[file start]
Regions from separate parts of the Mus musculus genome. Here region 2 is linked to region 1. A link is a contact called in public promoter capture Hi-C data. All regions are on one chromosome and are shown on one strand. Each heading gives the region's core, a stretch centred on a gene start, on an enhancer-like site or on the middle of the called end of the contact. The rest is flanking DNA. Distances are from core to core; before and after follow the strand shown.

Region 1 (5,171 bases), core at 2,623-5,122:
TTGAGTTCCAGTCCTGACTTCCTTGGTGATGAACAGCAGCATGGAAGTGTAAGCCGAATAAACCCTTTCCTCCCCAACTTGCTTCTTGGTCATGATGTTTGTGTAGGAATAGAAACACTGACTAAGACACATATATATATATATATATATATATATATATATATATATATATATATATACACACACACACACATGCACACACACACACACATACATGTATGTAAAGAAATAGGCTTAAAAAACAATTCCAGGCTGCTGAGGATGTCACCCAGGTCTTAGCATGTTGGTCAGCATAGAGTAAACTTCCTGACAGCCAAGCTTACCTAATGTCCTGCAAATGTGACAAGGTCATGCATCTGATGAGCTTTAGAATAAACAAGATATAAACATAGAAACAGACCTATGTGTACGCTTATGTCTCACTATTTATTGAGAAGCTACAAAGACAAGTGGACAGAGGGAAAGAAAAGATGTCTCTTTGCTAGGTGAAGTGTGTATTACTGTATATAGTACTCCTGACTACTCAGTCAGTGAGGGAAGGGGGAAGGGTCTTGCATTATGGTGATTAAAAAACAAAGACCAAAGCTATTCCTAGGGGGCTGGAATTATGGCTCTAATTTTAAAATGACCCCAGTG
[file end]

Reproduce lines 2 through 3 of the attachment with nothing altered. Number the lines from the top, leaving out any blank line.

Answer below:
Region 1 (5,171 bases), core at 2,623-5,122:
TTGAGTTCCAGTCCTGACTTCCTTGGTGATGAACAGCAGCATGGAAGTGTAAGCCGAATAAACCCTTTCCTCCCCAACTTGCTTCTTGGTCATGATGTTTGTGTAGGAATAGAAACACTGACTAAGACACATATATATATATATATATATATATATATATATATATATATATATATATACACACACACACACATGCACACACACACACACATACATGTATGTAAAGAAATAGGCTTAAAAAACAATTCCAGGCTGCTGAGGATGTCACCCAGGTCTTAGCATGTTGGTCAGCATAGAGTAAACTTCCTGACAGCCAAGCTTACCTAATGTCCTGCAAATGTGACAAGGTCATGCATCTGATGAGCTTTAGAATAAACAAGATATAAACATAGAAACAGACCTATGTGTACGCTTATGTCTCACTATTTATTGAGAAGCTACAAAGACAAGTGGACAGAGGGAAAGAAAAGATGTCTCTTTGCTAGGTGAAGTGTGTATTACTGTATATAGTACTCCTGACTACTCAGTCAGTGAGGGAAGGGGGAAGGGTCTTGCATTATGGTGATTAAAAAACAAAGACCAAAGCTATTCCTAGGGGGCTGGAATTATGGCTCTAATTTTAAAATGACCCCAGTG